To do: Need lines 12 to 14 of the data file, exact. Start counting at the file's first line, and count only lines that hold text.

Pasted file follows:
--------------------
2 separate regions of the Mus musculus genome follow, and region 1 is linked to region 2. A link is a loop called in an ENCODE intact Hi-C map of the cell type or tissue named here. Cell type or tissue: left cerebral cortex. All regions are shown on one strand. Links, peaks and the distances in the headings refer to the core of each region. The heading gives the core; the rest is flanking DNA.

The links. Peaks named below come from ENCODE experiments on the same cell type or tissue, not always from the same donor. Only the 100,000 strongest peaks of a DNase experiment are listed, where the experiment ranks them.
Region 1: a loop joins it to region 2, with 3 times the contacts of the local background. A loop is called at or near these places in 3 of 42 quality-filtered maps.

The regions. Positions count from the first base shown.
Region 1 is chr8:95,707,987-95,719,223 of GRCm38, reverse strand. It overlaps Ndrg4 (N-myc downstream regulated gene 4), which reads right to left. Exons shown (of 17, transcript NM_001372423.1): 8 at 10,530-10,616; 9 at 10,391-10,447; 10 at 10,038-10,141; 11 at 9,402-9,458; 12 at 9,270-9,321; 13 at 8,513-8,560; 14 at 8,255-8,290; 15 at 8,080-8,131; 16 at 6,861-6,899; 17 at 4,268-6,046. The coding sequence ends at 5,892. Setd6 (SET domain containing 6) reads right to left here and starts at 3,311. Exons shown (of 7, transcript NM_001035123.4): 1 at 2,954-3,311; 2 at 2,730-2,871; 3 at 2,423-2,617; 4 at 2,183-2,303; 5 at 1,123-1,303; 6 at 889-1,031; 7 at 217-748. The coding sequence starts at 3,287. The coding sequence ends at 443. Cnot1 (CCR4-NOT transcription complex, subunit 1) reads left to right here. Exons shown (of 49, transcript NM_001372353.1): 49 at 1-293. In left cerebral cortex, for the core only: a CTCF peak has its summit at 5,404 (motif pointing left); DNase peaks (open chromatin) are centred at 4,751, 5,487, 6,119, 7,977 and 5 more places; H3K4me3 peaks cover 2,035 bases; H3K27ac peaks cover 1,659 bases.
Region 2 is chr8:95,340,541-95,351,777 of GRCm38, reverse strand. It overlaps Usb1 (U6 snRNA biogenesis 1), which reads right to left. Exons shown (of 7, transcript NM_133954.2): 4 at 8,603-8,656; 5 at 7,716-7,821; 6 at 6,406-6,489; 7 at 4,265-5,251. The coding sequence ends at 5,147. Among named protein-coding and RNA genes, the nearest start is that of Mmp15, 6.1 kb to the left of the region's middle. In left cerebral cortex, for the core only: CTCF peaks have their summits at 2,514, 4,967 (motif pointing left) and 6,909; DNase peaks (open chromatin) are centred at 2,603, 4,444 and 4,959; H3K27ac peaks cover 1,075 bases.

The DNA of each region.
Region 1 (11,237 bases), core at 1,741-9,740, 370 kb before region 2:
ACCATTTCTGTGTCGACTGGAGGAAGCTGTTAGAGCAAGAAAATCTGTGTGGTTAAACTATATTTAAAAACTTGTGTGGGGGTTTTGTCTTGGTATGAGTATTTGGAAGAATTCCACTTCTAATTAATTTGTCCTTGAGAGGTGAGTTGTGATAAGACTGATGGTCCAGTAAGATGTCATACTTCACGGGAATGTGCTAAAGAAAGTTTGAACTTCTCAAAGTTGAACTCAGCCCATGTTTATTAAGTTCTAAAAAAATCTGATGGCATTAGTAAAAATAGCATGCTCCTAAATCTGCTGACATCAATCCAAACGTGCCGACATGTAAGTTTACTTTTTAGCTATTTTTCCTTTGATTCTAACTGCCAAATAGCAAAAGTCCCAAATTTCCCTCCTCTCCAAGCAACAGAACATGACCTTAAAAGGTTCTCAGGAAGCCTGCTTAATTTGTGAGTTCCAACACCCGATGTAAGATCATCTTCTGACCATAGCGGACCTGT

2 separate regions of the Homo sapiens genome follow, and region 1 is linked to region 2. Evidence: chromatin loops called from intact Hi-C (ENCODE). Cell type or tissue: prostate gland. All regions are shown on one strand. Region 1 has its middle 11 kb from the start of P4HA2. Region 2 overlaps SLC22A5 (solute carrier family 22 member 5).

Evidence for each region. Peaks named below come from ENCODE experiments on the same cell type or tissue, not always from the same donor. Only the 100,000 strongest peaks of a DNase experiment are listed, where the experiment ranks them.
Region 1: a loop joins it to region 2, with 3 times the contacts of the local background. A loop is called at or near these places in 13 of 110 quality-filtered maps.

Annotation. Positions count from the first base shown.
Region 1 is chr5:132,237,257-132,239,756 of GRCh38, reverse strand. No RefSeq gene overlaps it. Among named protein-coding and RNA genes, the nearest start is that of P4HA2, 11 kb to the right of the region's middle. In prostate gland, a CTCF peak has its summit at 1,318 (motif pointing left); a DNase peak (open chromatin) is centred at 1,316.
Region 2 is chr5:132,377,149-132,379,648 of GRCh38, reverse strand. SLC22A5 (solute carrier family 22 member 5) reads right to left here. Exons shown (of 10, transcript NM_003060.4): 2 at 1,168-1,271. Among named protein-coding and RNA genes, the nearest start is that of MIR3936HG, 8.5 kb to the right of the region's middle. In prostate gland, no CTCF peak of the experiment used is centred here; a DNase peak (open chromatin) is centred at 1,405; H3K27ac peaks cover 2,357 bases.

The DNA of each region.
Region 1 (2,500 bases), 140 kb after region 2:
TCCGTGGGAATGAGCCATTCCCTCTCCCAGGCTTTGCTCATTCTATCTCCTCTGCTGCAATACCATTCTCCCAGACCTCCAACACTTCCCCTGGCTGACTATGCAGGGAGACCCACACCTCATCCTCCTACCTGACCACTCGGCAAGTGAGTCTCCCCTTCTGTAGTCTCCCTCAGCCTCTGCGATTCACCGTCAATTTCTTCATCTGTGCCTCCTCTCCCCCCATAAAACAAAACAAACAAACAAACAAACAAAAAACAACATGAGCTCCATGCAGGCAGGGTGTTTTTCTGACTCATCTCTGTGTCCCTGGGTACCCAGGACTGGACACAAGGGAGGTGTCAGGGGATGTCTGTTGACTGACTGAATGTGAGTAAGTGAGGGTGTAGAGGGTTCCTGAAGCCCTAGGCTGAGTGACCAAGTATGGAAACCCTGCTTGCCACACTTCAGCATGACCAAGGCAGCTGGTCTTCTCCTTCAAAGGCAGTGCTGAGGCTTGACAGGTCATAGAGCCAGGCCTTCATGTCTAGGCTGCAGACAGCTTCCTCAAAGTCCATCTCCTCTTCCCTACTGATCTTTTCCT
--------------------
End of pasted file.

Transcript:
Region 1: a loop joins it to region 2, with 3 times the contacts of the local background. A loop is called at or near these places in 13 of 110 quality-filtered maps.

Annotation. Positions count from the first base shown.
Region 1 is chr5:132,237,257-132,239,756 of GRCh38, reverse strand. No RefSeq gene overlaps it. Among named protein-coding and RNA genes, the nearest start is that of P4HA2, 11 kb to the right of the region's middle. In prostate gland, a CTCF peak has its summit at 1,318 (motif pointing left); a DNase peak (open chromatin) is centred at 1,316.